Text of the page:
set dst {ipv4 classnet}   Default route destination for reserved HA management interface.
            set gateway {ipv4 address}   Default route gateway for reserved HA management interface.
            set gateway6 {ipv6 address}   Default IPv6 gateway for reserved HA management interface.
        next
    set ha-eth-type {string}   HA heartbeat packet Ethertype (4-digit hex). size[4]
    set hc-eth-type {string}   Transparent mode HA heartbeat packet Ethertype (4-digit hex). size[4]
    set l2ep-eth-type {string}   Telnet session HA heartbeat packet Ethertype (4-digit hex). size[4]
    set ha-uptime-diff-margin {integer}   Normally you would only reduce this value for failover testing. range[1-65535]
    set standalone-config-sync {enable | disable}   Enable/disable FGSP configuration synchronization.
    set vcluster2 {enable | disable}   Enable/disable virtual cluster 2 for virtual clustering.
    set vcluster-id {integer}   Cluster ID. range[0-255]
    set override {enable | disable}   Enable and increase the priority of the unit that should always be primary (master).
    set priority {integer}   Increase the priority to select the primary unit (0 - 255). range[0-255]
    set override-wait-time {integer}   Delay negotiating if override is enabled (0 - 3600 sec). Reduces how often the cluster negotiates. range[0-3600]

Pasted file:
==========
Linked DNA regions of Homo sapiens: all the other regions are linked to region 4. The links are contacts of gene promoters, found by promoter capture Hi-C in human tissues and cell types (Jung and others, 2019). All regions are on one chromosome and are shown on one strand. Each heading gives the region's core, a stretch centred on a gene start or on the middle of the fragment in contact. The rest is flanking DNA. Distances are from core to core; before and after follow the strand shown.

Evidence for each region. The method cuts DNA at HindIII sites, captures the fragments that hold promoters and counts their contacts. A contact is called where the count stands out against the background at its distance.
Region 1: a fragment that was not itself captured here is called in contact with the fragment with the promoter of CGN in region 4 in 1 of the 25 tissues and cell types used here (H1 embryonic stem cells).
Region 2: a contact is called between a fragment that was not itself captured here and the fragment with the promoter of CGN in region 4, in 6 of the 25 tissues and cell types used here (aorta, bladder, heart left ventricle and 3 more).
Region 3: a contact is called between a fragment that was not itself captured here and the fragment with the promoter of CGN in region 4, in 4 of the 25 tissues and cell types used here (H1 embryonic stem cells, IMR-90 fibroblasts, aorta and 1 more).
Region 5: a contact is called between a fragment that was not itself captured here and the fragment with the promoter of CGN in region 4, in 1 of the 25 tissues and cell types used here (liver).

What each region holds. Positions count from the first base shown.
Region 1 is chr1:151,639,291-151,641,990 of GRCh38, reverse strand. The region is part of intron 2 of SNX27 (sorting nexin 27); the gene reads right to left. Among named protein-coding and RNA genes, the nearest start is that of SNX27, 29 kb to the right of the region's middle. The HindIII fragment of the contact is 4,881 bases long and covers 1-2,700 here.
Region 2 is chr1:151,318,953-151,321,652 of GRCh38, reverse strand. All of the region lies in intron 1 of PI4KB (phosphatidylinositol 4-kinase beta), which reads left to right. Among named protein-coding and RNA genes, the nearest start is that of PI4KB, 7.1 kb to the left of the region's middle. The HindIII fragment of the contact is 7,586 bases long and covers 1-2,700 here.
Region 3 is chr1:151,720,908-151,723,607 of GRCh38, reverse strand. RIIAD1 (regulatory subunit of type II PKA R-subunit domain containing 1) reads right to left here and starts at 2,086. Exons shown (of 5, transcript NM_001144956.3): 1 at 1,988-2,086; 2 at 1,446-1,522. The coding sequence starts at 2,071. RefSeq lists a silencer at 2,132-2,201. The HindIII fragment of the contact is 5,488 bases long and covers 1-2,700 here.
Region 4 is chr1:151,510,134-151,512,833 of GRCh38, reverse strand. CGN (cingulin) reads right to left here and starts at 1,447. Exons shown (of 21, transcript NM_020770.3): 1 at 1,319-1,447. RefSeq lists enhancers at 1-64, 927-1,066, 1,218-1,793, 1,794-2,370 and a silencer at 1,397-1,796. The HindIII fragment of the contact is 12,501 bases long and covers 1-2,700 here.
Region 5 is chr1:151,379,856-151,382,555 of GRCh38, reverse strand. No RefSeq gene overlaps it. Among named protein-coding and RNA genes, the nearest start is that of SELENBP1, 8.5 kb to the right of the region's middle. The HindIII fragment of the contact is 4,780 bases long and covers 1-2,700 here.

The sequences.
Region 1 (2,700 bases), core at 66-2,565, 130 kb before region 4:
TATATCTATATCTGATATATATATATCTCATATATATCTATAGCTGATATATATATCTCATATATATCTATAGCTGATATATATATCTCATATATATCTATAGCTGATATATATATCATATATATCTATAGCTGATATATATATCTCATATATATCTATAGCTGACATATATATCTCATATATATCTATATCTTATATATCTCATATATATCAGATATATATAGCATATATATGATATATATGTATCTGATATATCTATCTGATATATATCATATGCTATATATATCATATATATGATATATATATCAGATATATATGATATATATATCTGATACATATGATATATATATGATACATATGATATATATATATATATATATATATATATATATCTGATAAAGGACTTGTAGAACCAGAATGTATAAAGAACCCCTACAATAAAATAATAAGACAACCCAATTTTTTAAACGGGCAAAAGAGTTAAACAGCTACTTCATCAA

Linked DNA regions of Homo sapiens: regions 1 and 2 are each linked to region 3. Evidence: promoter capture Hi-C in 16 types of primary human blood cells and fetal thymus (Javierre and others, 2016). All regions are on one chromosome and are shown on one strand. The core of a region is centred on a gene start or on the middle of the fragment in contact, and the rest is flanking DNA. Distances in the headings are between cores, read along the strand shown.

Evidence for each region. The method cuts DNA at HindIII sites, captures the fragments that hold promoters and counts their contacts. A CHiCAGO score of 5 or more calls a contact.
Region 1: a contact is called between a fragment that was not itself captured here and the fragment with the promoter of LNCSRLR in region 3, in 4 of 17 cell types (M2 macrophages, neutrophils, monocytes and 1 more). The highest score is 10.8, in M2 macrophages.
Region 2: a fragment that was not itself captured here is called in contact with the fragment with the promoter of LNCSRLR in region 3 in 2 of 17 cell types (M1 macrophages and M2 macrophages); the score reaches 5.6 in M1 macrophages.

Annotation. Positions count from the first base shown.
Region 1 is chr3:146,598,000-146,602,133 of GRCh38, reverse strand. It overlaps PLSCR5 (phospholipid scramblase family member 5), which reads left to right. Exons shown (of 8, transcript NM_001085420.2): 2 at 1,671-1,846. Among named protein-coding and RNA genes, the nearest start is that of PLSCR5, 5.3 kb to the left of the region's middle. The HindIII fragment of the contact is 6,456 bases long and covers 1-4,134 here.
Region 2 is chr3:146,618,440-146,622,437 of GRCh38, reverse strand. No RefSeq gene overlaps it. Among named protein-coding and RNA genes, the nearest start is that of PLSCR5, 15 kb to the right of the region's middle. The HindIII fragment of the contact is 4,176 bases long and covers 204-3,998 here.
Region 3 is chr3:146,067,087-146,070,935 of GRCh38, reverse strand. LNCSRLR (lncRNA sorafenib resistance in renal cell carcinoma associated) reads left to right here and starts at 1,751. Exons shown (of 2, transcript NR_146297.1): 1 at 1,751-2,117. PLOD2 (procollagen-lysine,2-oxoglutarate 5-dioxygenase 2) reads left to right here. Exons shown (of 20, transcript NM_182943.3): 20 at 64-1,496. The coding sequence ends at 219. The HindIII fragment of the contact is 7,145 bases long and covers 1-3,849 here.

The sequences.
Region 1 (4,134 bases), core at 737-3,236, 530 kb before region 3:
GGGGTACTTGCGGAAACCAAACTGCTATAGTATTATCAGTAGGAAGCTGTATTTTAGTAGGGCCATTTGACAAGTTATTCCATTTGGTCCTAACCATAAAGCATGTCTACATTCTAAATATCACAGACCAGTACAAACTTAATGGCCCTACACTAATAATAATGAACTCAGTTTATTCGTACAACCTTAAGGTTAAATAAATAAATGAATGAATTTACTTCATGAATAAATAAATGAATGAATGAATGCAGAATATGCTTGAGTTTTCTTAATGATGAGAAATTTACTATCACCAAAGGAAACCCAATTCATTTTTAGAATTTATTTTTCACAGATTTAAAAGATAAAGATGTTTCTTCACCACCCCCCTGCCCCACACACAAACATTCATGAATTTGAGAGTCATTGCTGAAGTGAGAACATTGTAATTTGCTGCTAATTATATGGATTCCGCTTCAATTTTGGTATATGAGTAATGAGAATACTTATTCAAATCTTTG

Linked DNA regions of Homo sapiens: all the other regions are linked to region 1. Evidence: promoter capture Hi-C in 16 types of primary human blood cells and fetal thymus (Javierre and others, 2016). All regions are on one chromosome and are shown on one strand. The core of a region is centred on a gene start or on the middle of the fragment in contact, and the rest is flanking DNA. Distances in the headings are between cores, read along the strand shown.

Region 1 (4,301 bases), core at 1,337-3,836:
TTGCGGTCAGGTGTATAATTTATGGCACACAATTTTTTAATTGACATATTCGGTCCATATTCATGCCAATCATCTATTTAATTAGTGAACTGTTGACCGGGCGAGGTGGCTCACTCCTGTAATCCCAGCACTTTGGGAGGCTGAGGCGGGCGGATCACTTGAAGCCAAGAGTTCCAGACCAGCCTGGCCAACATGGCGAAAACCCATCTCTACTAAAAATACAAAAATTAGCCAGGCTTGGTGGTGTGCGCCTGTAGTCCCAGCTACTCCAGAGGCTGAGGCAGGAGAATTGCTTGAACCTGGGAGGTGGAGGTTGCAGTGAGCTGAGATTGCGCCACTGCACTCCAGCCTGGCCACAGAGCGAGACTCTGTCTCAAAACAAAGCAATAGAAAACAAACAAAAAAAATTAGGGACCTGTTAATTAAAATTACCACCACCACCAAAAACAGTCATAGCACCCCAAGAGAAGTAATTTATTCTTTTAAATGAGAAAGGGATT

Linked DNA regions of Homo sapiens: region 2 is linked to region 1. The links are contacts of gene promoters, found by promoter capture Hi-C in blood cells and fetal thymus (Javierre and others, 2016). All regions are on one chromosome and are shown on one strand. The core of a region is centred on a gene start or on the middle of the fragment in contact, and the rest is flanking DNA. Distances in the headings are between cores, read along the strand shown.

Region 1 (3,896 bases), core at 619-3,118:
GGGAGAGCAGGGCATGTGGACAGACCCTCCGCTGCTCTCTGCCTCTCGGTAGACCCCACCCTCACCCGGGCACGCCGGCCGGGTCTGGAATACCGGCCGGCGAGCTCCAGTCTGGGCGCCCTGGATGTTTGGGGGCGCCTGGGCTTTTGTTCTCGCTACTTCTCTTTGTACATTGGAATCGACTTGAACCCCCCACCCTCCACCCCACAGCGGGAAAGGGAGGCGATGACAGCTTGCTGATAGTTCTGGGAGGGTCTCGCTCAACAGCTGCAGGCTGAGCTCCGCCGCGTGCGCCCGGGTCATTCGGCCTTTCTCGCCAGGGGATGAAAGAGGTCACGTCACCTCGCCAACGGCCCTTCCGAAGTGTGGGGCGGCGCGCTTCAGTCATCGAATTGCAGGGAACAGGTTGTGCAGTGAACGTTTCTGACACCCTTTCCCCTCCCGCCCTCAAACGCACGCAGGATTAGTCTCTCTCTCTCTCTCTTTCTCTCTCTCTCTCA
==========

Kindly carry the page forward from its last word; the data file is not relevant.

set schedule {option}   Type of A-A load balancing. Use none if you have external load balancers.
            none                None.
            hub                 Hub.
            leastconnection     Least connection.
            round-robin         Round robin.
            weight-round-robin  Weight round robin.
            random              Random.
            ip                  IP.
            ipport              IP port.
    set weight {string}   Weight-round-robin weight for each cluster unit. Syntax <priority> <weight>.
    set cpu-threshold {string}   Dynamic weighted load balancing CPU usage weight and high and low thresholds.
    set memory-threshold {string}   Dynamic weighted load balancing memory usage weight and high and low thresholds.
    set http-proxy-threshold {string}   Dynamic weighted load balancing weight and high and low number of HTTP proxy sessions.
    set ftp-proxy-threshold {string}   Dynamic weighted load balancing weight and high and low number of FTP proxy sessions.
    set imap-proxy-threshold {string}   Dynamic weighted load balancing weight and high and low number of IMAP proxy sessions.
    set nntp-proxy-threshold {string}   Dynamic weighted load balancing weight and high and low number of NNTP proxy sessions.
    set pop3-proxy-threshold {string}   Dynamic weighted load balancing weight and high and low number of POP3 proxy sessions.